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It appears the rush to the petrol pumps by panicked motorists has delivered a big boost to consumer spending, with a big jump in Visa card spending at petrol stations in March
The fuel tanker dispute has been lambasted by business leaders as threatening a fragile recovery in the UK. But perhaps there is some – albeit short and sharp – economic upside after all.
It appears the rush to the petrol pumps by panicked motorists has delivered a big boost to consumer spending.
UK spending rose 0.4% in March on the month and 0.3 percentage points of that increase was as a result of spending at petrol pumps, according to the latest Visa Europe UK Expenditure Index compiled with data specialists Markit.
Steve Perry, commercial director at Visa Europe commented:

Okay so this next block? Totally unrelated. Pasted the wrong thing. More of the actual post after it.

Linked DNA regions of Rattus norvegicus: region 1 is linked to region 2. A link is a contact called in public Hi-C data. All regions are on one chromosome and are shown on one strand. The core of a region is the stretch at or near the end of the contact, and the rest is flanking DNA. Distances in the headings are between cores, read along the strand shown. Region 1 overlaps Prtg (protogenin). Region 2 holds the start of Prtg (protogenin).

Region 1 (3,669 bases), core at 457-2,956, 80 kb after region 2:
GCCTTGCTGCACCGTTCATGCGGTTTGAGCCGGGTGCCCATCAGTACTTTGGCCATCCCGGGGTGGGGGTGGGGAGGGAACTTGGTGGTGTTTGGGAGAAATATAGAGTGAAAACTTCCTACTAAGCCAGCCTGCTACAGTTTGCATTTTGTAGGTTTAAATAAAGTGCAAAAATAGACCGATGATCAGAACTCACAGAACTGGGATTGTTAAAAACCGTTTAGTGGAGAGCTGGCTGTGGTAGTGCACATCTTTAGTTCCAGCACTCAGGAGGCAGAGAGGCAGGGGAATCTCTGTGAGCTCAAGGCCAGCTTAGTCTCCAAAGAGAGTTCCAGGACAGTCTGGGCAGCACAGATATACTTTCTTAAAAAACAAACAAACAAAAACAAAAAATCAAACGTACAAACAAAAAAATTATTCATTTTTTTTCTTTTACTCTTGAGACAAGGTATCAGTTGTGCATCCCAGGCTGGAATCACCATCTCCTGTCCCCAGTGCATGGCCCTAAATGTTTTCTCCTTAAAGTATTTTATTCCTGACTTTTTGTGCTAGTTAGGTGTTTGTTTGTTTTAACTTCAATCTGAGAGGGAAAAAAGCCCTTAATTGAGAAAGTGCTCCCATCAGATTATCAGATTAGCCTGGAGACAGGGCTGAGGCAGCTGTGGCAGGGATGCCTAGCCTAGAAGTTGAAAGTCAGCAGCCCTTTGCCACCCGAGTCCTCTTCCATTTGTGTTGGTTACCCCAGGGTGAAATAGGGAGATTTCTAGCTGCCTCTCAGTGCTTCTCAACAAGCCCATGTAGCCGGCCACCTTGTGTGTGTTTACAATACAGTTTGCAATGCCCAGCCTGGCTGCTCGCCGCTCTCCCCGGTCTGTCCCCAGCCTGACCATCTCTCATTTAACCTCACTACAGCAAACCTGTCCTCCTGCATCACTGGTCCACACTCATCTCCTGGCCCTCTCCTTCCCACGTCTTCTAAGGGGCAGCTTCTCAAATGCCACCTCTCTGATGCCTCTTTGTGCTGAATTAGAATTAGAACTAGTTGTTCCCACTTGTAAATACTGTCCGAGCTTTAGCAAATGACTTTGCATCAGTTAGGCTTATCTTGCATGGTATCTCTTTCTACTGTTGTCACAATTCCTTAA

“Last week’s petrol panic had a tangible impact on overall consumer spending in March as drivers sought to stockpile fuel … Unadjusted domestic Visa card spending at UK service stations was up 22.7% in March compared against February. It is a rare occurrence when one consumer trend has such a sizeable effect on overall spending and it highlights the scale of the spending that took place in the last few days of the month.”
But before anyone gets too excited, even with the petrol panic, the underlying trend in consumer spending remains subdued. Economists will also be quick to point out that last week’s fuel rush is unlikely to have constituted a net boost to overall spending given it was simply people moving the timing of a purchase they would probably eventually make anyway. Also, any extra money spent on fuel took away from household budgets for spending on other items.
The Visa Europe index, based on card transactions that account for Â£1 in Â£3 of all UK spending, still shows spending fell 1.7% in annual terms in March. The three-month on three-month trend improved, but remained negative at -0.4% compared with -1.2% in February.
So for anyone looking at the official retail sales data due out on 20 April, to get a true picture of spending it will be more important than ever to look at the measures that exclude automotive fuel.